Re: FindRoot repeatedly evaluating function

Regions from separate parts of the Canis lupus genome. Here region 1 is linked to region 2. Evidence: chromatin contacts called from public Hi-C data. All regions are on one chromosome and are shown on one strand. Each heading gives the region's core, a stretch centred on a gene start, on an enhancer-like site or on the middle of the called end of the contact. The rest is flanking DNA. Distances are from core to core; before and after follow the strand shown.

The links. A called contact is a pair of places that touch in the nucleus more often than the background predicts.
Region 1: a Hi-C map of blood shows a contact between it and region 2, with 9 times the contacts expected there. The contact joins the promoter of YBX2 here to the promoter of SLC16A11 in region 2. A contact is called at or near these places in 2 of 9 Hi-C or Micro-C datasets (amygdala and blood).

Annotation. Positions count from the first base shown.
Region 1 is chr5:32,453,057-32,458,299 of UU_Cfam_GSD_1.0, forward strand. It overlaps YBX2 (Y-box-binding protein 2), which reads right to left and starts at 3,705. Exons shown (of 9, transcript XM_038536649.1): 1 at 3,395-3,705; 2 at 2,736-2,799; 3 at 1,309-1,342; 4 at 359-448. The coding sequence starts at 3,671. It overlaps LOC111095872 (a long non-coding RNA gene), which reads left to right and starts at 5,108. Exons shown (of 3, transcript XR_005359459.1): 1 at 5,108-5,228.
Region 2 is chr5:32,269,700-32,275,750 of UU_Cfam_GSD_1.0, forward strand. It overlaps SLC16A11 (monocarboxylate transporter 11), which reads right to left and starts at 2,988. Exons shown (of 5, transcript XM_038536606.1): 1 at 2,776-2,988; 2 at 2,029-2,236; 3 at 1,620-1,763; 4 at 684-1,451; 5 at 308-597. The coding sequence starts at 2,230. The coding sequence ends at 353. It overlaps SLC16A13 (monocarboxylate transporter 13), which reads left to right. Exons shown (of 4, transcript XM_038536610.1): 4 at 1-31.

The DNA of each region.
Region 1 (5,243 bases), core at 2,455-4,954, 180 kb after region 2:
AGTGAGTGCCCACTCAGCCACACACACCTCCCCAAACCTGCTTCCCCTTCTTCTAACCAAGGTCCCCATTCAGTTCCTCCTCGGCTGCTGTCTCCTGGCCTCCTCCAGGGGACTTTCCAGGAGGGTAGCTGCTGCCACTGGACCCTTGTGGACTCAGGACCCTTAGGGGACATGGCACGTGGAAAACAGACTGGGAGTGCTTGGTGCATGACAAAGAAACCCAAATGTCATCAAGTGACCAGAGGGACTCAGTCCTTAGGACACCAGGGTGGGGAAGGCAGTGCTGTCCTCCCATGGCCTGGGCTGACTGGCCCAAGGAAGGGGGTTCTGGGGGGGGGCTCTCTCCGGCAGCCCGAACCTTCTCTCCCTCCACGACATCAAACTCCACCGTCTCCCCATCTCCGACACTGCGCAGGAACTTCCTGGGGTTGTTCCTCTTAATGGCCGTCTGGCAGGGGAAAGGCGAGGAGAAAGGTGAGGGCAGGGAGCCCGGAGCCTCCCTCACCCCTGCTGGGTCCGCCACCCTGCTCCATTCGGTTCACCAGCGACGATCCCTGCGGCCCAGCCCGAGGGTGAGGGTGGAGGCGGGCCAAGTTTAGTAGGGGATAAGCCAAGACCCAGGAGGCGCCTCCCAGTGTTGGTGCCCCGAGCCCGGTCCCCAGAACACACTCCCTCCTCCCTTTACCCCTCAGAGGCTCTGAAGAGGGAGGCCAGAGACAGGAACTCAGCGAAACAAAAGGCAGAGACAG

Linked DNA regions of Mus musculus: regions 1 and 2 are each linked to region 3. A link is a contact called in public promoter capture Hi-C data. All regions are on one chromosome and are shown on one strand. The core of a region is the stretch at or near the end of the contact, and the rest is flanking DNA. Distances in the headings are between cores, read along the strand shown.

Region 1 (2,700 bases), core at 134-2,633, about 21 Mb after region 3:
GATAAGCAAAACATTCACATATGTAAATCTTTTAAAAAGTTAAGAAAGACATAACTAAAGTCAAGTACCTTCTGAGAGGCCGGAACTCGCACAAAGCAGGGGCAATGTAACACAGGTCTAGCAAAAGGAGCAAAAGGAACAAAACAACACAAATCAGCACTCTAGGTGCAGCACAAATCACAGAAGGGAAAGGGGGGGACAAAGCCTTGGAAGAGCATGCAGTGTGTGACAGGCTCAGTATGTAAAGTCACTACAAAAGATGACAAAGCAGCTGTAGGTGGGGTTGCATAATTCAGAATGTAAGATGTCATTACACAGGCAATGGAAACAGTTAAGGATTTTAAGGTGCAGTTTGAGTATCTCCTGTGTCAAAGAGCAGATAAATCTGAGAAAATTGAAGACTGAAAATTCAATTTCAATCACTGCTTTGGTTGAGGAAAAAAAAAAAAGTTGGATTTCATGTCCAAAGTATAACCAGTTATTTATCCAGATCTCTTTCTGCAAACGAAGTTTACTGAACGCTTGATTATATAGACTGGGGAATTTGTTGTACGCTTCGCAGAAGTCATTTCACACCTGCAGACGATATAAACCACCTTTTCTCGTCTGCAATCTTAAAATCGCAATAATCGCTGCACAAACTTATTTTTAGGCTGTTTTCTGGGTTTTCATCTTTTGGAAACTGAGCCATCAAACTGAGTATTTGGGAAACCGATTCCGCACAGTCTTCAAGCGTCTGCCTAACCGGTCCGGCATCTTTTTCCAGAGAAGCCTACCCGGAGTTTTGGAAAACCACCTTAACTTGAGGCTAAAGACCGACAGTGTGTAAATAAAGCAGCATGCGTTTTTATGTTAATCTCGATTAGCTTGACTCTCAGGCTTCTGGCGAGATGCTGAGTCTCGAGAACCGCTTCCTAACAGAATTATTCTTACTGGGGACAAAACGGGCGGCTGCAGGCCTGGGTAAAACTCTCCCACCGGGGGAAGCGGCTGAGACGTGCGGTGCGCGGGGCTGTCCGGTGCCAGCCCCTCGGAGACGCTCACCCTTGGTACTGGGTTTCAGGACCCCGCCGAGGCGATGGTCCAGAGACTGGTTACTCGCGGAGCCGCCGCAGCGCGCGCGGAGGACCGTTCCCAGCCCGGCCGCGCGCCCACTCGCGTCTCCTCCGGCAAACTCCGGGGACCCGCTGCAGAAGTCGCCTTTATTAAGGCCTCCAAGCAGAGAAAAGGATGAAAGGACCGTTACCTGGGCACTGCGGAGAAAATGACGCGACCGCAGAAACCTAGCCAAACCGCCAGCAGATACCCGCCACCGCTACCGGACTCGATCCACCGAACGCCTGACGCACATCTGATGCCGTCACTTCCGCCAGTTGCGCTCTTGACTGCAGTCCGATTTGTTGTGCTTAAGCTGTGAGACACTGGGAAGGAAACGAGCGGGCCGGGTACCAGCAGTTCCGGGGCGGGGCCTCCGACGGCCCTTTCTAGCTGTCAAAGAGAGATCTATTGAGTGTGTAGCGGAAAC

*To*: mathgroup at smc.vnet.net*Subject*: [mg121104] Re: FindRoot repeatedly evaluating function*From*: Oliver Ruebenkoenig <ruebenko at wolfram.com>*Date*: Sun, 28 Aug 2011 04:05:50 -0400 (EDT)*Delivered-to*: l-mathgroup@mail-archive0.wolfram.com*References*: <201108251105.HAA24905@smc.vnet.net> <201108271218.IAA17810@smc.vnet.net>